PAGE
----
Okay, clueless newbies – we’re all alone together. Come closer. Closer! Good. Here’s the deal.
Spaces is all about straightening out the clutter of windows on your screen. What is the biggest problem with windows? It’s that there are always too many of them, and most of them are covered by other windows. Thanks to Mac OS X’s great memory management, you can run lots of applications at once, and you can have lots of windows open at once; but, no matter how big your screen is, you usually can’t actually see all of more than one or (at most) two windows at the same time. Everything else is just a big overlapping mess. And on Mac OS X, as opposed to earlier Macintosh systems, it’s even more of a big overlapping mess because the windows of different applications can end up all intertwingled with one another.
The result is that when you’re trying to get anything done that involves working in more than one window at once, things get difficult. There’s a window in front, and then there’s everything else, little corners and title bars sticking out here and there, like the aftermath of a wild game of Fifty-Two Pickup. Where is the precise other window you need to be able to see at this moment? You have no clue.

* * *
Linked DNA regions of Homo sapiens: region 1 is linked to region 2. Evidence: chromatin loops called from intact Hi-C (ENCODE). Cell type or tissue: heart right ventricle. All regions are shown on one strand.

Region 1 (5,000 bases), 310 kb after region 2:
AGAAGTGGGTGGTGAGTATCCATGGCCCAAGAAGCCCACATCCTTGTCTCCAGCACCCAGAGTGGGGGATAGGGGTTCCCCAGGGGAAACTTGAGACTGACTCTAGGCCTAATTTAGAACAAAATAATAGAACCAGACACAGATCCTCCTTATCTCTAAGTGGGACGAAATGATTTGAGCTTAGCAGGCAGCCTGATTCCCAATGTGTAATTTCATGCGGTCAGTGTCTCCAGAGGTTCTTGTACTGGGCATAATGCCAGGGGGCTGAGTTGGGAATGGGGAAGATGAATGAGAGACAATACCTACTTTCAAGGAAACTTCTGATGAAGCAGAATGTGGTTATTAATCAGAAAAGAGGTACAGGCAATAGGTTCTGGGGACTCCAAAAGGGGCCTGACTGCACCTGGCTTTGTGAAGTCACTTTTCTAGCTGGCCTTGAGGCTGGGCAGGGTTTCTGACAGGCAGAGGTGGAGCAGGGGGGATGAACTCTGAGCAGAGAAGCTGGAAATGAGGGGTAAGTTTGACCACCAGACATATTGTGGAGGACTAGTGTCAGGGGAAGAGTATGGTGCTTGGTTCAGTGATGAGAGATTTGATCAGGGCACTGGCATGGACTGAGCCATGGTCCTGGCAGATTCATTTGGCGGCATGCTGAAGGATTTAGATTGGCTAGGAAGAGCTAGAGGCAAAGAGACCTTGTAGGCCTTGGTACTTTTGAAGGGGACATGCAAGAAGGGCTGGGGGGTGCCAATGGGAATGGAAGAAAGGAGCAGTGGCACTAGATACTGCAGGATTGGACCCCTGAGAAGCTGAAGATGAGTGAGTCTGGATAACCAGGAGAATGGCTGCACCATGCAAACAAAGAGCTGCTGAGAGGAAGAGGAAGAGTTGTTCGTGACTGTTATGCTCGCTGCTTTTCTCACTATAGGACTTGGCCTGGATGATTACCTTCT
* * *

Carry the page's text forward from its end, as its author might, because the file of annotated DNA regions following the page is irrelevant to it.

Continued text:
Notice, please, that I keep talking about windows – not applications. When you come down to the nitty-gritty, getting complex stuff done on your computer is not really about applications; it’s about particular windows. Those windows might come from any applications: they could be different windows of the same application, or windows from various different applications.